New campaign calls on Ottawa to step up to the plate with school food funding
A new Nova Scotia campaign is calling on the federal government to step up to the plate, and fork out cash for a national school food program.
Speak Up for School Food is supporting a cost-shared, universal food program that will ensure all Canadian students have access to at least one nutritious snack and meal at school every day.
According to the campaign, Canada is the only G7 country that doesn’t have one, and as the federal health system spends billions treating heart disease, diabetes and other conditions tied to diet, it’s a gap the country can’t afford.
“We really are looking at this as an investment in the health of our children now, we’ll actually save money in the future,” said Dalhousie University health promotion professor Sara Kirk.
“And the return on investment for school food programs is really impressive. It’s between $3 and $10 for every dollar invested.”
As it stands, about 25 per cent of Nova Scotia’s 118,000 students accesses breakfast programs daily, but only a few schools are able to offer lunch as well. Last year, the province doubled its annual funding for its own health school eating program, and in an emailed statement, Health Minister Randy Delorey said he would welcome federal help in expanding it.
“We understand the importance of free, nourishing school breakfast programs to children and to their performance in the classroom and in daily life,” he told Global News on Friday.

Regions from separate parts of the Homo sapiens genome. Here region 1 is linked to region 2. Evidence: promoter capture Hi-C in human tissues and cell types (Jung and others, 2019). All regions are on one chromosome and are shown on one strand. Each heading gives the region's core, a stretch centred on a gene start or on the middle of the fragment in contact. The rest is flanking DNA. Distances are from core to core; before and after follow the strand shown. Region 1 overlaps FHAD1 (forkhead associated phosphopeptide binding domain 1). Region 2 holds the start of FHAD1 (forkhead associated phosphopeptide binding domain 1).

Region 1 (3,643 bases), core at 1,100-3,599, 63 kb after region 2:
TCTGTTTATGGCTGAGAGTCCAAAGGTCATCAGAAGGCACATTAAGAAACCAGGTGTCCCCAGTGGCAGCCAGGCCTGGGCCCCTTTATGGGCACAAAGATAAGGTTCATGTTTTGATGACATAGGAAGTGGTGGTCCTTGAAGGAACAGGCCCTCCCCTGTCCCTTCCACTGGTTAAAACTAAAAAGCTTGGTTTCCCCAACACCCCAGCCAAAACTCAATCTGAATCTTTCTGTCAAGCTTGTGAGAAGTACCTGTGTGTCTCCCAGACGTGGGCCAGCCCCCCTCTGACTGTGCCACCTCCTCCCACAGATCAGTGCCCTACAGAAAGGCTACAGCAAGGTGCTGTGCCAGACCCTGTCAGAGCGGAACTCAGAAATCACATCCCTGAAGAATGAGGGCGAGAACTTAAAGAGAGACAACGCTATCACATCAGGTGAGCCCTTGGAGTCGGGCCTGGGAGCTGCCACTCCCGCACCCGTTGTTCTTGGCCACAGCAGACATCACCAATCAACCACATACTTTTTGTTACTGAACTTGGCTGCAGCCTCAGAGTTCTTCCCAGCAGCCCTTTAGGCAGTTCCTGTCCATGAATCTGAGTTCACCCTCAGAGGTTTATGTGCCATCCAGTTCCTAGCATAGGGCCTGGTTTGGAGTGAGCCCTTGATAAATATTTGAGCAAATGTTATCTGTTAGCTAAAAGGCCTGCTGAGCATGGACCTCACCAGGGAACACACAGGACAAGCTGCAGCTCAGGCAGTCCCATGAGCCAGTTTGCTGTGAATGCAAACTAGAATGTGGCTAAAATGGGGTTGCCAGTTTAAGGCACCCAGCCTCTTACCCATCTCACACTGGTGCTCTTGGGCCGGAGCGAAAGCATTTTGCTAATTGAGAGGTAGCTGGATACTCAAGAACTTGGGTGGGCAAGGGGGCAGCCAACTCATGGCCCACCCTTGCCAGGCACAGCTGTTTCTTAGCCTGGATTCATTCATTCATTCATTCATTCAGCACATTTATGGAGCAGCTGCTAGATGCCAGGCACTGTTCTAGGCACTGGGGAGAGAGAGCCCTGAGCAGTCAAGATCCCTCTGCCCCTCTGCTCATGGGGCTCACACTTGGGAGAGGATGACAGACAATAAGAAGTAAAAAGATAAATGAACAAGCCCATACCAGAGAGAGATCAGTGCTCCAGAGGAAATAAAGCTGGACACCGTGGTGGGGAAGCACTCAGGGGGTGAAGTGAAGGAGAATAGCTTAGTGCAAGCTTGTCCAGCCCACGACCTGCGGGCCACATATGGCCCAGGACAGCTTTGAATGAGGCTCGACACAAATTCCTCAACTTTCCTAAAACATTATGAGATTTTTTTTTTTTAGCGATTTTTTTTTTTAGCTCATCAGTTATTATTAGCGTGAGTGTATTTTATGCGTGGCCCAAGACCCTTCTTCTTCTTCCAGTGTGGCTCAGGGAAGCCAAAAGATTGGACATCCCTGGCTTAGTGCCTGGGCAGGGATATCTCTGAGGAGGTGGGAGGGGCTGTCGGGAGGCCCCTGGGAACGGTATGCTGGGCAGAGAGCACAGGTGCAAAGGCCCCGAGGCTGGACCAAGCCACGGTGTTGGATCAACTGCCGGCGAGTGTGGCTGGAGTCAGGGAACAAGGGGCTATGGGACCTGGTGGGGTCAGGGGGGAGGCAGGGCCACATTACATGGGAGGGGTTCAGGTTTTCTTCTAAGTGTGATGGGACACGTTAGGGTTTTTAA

“We currently have universal accessible free breakfast programs in 94 per cent of public schools in the province…We would always welcome support from other partners to expand and enhance the program.”
Margo Riebe-Butt of Nourish Nova Scotia said it’s particularly important that a school food program be universal, as opposed to offered in areas that are perceived as low-income, or communities where children are thought to be hungry. Apart from the continued stigmatization of certain neighbourhoods, she explained, there are many reasons that kids come to school hungry that aren’t tied to poverty.
Examples include households where both parents are working and out the door before getting a chance to feed their kids breakfast, and kids don’t yet have the skills to make themselves a nutritious meal. Other times, she added, kids are simply going to early morning practices and not eating before they leave, or have such a long commute to school that even if they did eat, they’re hungry again by the time they arrive.
Hunger is an issue for a third of elementary school students, she said in an interview, and two thirds of middle and high school students.
“What we’re trying to say is the federal government is the only piece of the pie that they’re not stepping up to the table and looking after the health and well-being of children and youth in that capacity,” said Riebe-Butt.
“You know good and health are really important for future outcomes, for economic reasons and all sorts of other reasons.”
The Speak Up for School Food campaign already has more than 2,500 signatures on its online petition to the House of Commons. It’s part of a national movement called Nourish Kids Now.
Despite these advocacy efforts, the federal government says it’s not considering a national school food program. It’s focus is on its Healthy Eating Strategy, said spokesperson Geoffroy Thivierge-Legault in an emailed statement.
“Improving the food environment will ultimately improve access to nutritious foods for all Canadians including children and youth,” he said. “The Public Health Agency of Canada also has initiatives aimed at improving access to nutritious foods for Canadian children and youth, such as the Canada Prenatal Nutrition Program and the Community Action Program for Children.”
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